A soccer match is won when a team outscores their opponents. Therefore, the ultimate objective of the game is to score goals and stop the opponents from scoring. Some players on the soccer pitch play the role of stopping their opponents from scoring and are called stoppers. In this blog post, we will discuss the role of a stopper in soccer.
Any team that looks to emerge victorious must be defensively astute as well as possess an effective attacking threat.
In football, the goalkeeper is regarded as the last line of defense. Players are permitted to defend the goal line even when the keeper may be out of position. The role of guarding the goal post and the eighteen-yard box falls to the defenders. While any player can potentially find themselves playing a defensive role, this duty is mostly handled by the defenders.
Defenders often have to occupy different positions on the pitch and try to effectively neutralize the opposition. A stopper plays a critical role in neutralizes opposition attacks.
What Is The Role Of A Stopper in Soccer?
The stopper is simply another name given to the center-back, also commonly known as a central defender or center-half.
The central defender plays the role of a stopper. The stopper is usually situated between the midfield and the full-backs.
In soccer, the role of the stopper is regarded as the purest defensive role.
Directly defending the area in front of the goal post and preventing opposition attackers (also commonly known as center forwards) from scoring.
Stoppers have to effectively execute their role by consistently marking center forwards, engaging in duels, contesting aerial balls, blocking shots, intercepting passes, and even often replacing the goalkeeper when the goalkeeper is out of position.
Stoppers in football use their physical strength, stamina, and aerial ability to stop the opposition’s attack. They are usually uncompromising in their tackling, making strong tackles, and love to win the ball aggressively.
A stopper in soccer would rather commit a foul than let an opposition player get past them. They also rarely venture forward in a game, except when his team are taking corner kicks and set-pieces.
In such situations, their height and aerial ability give them a goal threat in the air. However, once the set piece is complete, they will retreat to their own half to continue their defensive duties.
The Evolution Of The Role Of A Stopper in Soccer
In the past, the stopper’s role was very straightforward and direct. Often rarely venturing out past the eighteen-yard box.
In modern football, teams often have two or three center-backs. The center backs make long passes to teammates further up the pitch or, when the case arises, simply kick long balls away from their goal or out of play.
In modern times center backs press forward a bit and may even score the occasional goal. Center-backs also play a more direct driving role, often taking the ball and making long runs into the center of the pitch. Although it’s quite unlikely for stoppers to score goals, opportunities may arise from set pieces and corner kicks.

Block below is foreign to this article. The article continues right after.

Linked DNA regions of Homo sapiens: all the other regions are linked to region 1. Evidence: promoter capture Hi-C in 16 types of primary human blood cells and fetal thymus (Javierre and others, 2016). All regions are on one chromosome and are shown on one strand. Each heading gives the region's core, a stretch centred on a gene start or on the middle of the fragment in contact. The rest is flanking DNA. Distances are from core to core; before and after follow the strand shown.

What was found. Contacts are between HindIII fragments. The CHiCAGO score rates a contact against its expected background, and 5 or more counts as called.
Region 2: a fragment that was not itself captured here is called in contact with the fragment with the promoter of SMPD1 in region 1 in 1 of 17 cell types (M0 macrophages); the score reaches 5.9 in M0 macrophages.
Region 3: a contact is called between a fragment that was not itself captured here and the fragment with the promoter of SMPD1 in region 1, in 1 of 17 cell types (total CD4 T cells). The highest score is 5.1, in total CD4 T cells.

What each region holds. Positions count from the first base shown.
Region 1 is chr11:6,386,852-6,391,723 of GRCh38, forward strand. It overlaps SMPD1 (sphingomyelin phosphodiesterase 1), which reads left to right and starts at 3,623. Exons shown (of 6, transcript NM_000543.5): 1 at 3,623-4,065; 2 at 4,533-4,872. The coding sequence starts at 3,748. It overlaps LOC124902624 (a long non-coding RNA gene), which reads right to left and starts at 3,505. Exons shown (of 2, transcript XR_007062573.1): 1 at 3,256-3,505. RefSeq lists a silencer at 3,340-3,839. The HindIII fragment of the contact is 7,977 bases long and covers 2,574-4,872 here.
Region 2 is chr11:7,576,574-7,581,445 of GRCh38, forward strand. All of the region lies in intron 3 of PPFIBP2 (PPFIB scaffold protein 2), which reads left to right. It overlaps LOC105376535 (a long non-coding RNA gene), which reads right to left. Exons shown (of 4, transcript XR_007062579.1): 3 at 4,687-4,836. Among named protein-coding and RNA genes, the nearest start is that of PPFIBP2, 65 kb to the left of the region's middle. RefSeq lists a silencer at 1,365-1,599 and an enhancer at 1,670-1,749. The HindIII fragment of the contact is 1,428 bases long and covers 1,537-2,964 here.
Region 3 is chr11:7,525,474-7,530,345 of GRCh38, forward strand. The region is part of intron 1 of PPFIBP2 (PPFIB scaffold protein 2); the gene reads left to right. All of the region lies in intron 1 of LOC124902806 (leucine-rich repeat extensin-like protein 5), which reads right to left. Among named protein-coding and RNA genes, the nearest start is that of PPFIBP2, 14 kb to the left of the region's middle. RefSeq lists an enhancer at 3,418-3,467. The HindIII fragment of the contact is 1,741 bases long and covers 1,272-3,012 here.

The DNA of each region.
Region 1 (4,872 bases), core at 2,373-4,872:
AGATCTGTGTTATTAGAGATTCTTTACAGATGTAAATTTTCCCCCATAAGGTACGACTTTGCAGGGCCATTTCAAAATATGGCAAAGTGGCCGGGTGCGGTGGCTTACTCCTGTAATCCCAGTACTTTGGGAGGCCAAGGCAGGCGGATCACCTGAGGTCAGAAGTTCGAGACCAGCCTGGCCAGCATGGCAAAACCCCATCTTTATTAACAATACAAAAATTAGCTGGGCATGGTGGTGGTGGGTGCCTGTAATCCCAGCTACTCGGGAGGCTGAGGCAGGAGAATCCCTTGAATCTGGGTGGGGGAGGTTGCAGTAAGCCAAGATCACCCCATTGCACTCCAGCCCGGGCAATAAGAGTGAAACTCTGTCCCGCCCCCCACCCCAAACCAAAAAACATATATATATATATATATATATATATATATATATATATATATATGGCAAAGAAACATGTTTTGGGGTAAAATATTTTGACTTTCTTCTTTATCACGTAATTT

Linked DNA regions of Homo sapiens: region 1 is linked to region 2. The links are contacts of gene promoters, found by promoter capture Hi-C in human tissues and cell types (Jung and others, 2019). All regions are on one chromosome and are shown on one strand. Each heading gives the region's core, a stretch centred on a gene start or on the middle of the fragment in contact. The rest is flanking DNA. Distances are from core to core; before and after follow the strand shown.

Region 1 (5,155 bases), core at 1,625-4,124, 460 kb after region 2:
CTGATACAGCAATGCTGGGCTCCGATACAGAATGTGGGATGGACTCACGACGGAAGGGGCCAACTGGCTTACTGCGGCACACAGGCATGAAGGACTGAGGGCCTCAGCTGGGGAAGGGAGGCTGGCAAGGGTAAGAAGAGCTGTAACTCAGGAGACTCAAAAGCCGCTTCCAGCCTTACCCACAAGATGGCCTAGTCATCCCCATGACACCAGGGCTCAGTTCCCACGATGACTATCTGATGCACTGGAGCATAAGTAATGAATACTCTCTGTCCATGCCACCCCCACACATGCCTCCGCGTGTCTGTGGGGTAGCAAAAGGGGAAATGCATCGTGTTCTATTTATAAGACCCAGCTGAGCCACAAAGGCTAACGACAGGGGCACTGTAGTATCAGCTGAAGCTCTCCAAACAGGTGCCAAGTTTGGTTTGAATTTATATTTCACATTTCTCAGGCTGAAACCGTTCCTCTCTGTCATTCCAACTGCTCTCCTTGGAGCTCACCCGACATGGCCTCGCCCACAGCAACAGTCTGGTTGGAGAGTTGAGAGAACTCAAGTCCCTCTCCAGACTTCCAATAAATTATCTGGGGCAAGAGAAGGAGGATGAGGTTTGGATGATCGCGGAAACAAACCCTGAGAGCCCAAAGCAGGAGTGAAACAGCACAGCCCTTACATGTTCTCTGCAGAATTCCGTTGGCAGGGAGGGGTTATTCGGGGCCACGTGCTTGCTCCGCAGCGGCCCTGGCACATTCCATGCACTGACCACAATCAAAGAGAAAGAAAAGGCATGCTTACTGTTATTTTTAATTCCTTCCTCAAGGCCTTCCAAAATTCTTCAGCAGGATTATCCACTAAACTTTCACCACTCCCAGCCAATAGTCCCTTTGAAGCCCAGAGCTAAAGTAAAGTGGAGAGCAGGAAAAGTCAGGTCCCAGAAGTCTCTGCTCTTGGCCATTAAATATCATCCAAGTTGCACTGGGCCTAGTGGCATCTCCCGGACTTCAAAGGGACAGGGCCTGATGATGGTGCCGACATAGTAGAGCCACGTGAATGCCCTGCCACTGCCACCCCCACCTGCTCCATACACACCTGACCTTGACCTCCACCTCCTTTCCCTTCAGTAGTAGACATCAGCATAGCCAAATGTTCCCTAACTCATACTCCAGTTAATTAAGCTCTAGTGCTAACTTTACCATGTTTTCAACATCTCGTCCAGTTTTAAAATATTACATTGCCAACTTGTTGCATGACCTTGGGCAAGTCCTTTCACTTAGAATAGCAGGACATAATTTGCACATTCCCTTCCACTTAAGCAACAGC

The stopper plays a very important role in the team. A role that often requires laser focus, precision, consistent concentration, and ruthless efficiency.
Sweeper vs. Stopper: What Is The Difference?
Many soccer fans have often wondered what the difference is between a sweeper and a stopper in soccer. Well, here’s a brief explanation.
A sweeper in defense is a versatile type of center-back that “sweeps up” the ball if the opponent tries to breach the defensive line. They cut out through balls, win the ball higher up the pitch, and make clearances even in the midfield.
The sweeper relies on their ability to read the game, awareness, and technical prowess. Franz Beckenbauer was an excellent example of a modern sweeper.
However, a stopper strictly focuses on doing his defensive duties in his area. Their job is to man-mark opponents, make tackles in their own half, and head away incoming crossing from the opposition.
Hence, in summary, the difference between a sweeper and a stopper is that a sweeper “sweeps up” the danger when the opposition tries to breach their defense by cutting through balls and winning tackles further up from his defensive area. While a stopper “stops” opposition strikers from scoring or creating a genuine goal threat.
Another difference is that a sweeper relies on their ability to read the game and tactical awareness, while a stopper relies on his strength, man-marking abilities, and aerial ability.
Who Are The Best Stoppers In Football Now?
Some of the best stoppers in football are:
- Ronald Araujo (FC Barcelona)
- Rúben Dias (Manchester City)
- Stefan Savić (Atlético Madrid)
- Leonardo Bonucci (Juventus)
- Dayot Upamecano (Bayern Munich)
- Kurt Zouma (West Ham United)
- Presnel Kimpembe (PSG)
- Fikayo Tomori (AC Milan)
- Antonio Rüdiger (Real Madrid)
- Gleison Bremer (Juventus)
- Niklas Süle (Bayern Munich)
- Joel Matip (Liverpool).